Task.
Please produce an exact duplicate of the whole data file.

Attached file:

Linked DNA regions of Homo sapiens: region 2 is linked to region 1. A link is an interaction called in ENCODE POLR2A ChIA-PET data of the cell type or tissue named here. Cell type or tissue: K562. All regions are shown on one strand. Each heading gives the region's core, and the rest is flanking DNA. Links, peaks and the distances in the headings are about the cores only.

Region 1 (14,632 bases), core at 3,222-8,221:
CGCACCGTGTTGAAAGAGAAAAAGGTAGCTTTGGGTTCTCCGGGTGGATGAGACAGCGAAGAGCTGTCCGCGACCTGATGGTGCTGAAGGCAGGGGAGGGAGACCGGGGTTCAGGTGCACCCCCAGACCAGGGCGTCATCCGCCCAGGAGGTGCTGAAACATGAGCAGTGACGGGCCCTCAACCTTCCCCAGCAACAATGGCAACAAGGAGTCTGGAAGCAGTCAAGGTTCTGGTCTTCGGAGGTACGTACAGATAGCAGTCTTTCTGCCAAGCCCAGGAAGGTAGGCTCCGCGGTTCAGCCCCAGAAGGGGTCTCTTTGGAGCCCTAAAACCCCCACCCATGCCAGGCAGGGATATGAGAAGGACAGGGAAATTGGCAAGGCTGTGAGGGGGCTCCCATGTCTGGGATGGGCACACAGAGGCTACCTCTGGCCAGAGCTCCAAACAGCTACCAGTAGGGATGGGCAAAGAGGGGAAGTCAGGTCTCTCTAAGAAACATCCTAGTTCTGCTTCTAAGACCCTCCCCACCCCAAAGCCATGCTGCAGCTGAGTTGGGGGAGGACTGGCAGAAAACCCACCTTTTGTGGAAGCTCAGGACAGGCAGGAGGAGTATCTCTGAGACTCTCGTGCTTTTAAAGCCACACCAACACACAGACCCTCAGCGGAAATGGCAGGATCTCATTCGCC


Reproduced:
Linked DNA regions of Homo sapiens: region 2 is linked to region 1. A link is an interaction called in ENCODE POLR2A ChIA-PET data of the cell type or tissue named here. Cell type or tissue: K562. All regions are shown on one strand. Each heading gives the region's core, and the rest is flanking DNA. Links, peaks and the distances in the headings are about the cores only.

Region 1 (14,632 bases), core at 3,222-8,221:
CGCACCGTGTTGAAAGAGAAAAAGGTAGCTTTGGGTTCTCCGGGTGGATGAGACAGCGAAGAGCTGTCCGCGACCTGATGGTGCTGAAGGCAGGGGAGGGAGACCGGGGTTCAGGTGCACCCCCAGACCAGGGCGTCATCCGCCCAGGAGGTGCTGAAACATGAGCAGTGACGGGCCCTCAACCTTCCCCAGCAACAATGGCAACAAGGAGTCTGGAAGCAGTCAAGGTTCTGGTCTTCGGAGGTACGTACAGATAGCAGTCTTTCTGCCAAGCCCAGGAAGGTAGGCTCCGCGGTTCAGCCCCAGAAGGGGTCTCTTTGGAGCCCTAAAACCCCCACCCATGCCAGGCAGGGATATGAGAAGGACAGGGAAATTGGCAAGGCTGTGAGGGGGCTCCCATGTCTGGGATGGGCACACAGAGGCTACCTCTGGCCAGAGCTCCAAACAGCTACCAGTAGGGATGGGCAAAGAGGGGAAGTCAGGTCTCTCTAAGAAACATCCTAGTTCTGCTTCTAAGACCCTCCCCACCCCAAAGCCATGCTGCAGCTGAGTTGGGGGAGGACTGGCAGAAAACCCACCTTTTGTGGAAGCTCAGGACAGGCAGGAGGAGTATCTCTGAGACTCTCGTGCTTTTAAAGCCACACCAACACACAGACCCTCAGCGGAAATGGCAGGATCTCATTCGCC